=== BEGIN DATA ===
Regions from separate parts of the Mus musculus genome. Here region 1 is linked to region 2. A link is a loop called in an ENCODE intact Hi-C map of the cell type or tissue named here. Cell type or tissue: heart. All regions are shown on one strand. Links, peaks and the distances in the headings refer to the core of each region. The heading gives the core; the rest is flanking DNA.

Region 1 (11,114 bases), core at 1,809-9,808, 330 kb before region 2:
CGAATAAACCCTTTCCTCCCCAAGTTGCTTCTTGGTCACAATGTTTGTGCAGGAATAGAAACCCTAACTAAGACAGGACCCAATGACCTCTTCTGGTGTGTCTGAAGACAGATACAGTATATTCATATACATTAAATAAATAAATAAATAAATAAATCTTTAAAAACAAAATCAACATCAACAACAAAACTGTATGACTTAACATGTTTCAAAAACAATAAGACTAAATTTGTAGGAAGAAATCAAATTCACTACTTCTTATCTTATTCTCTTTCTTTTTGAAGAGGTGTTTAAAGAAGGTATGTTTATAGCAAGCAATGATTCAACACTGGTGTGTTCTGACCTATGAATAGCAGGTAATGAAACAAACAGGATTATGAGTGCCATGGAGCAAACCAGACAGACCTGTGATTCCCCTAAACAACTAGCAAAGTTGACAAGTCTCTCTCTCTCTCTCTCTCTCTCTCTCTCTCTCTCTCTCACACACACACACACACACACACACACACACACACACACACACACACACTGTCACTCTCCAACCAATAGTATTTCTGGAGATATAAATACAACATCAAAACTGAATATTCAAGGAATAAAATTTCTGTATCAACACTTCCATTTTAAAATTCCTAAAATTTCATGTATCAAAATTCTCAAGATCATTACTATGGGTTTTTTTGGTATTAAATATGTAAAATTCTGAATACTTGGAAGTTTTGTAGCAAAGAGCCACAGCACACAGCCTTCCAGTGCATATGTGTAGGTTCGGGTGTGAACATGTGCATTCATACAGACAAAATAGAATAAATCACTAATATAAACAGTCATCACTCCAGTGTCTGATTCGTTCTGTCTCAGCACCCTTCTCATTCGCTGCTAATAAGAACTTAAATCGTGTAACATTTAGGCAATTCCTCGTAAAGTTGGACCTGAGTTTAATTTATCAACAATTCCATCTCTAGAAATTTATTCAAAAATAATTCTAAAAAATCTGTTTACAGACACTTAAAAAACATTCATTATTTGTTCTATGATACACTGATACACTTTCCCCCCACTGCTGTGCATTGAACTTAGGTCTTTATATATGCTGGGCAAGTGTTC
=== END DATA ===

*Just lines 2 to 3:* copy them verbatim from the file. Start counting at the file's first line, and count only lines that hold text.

Region 1 (11,114 bases), core at 1,809-9,808, 330 kb before region 2:
CGAATAAACCCTTTCCTCCCCAAGTTGCTTCTTGGTCACAATGTTTGTGCAGGAATAGAAACCCTAACTAAGACAGGACCCAATGACCTCTTCTGGTGTGTCTGAAGACAGATACAGTATATTCATATACATTAAATAAATAAATAAATAAATAAATCTTTAAAAACAAAATCAACATCAACAACAAAACTGTATGACTTAACATGTTTCAAAAACAATAAGACTAAATTTGTAGGAAGAAATCAAATTCACTACTTCTTATCTTATTCTCTTTCTTTTTGAAGAGGTGTTTAAAGAAGGTATGTTTATAGCAAGCAATGATTCAACACTGGTGTGTTCTGACCTATGAATAGCAGGTAATGAAACAAACAGGATTATGAGTGCCATGGAGCAAACCAGACAGACCTGTGATTCCCCTAAACAACTAGCAAAGTTGACAAGTCTCTCTCTCTCTCTCTCTCTCTCTCTCTCTCTCTCTCTCACACACACACACACACACACACACACACACACACACACACACACACACTGTCACTCTCCAACCAATAGTATTTCTGGAGATATAAATACAACATCAAAACTGAATATTCAAGGAATAAAATTTCTGTATCAACACTTCCATTTTAAAATTCCTAAAATTTCATGTATCAAAATTCTCAAGATCATTACTATGGGTTTTTTTGGTATTAAATATGTAAAATTCTGAATACTTGGAAGTTTTGTAGCAAAGAGCCACAGCACACAGCCTTCCAGTGCATATGTGTAGGTTCGGGTGTGAACATGTGCATTCATACAGACAAAATAGAATAAATCACTAATATAAACAGTCATCACTCCAGTGTCTGATTCGTTCTGTCTCAGCACCCTTCTCATTCGCTGCTAATAAGAACTTAAATCGTGTAACATTTAGGCAATTCCTCGTAAAGTTGGACCTGAGTTTAATTTATCAACAATTCCATCTCTAGAAATTTATTCAAAAATAATTCTAAAAAATCTGTTTACAGACACTTAAAAAACATTCATTATTTGTTCTATGATACACTGATACACTTTCCCCCCACTGCTGTGCATTGAACTTAGGTCTTTATATATGCTGGGCAAGTGTTC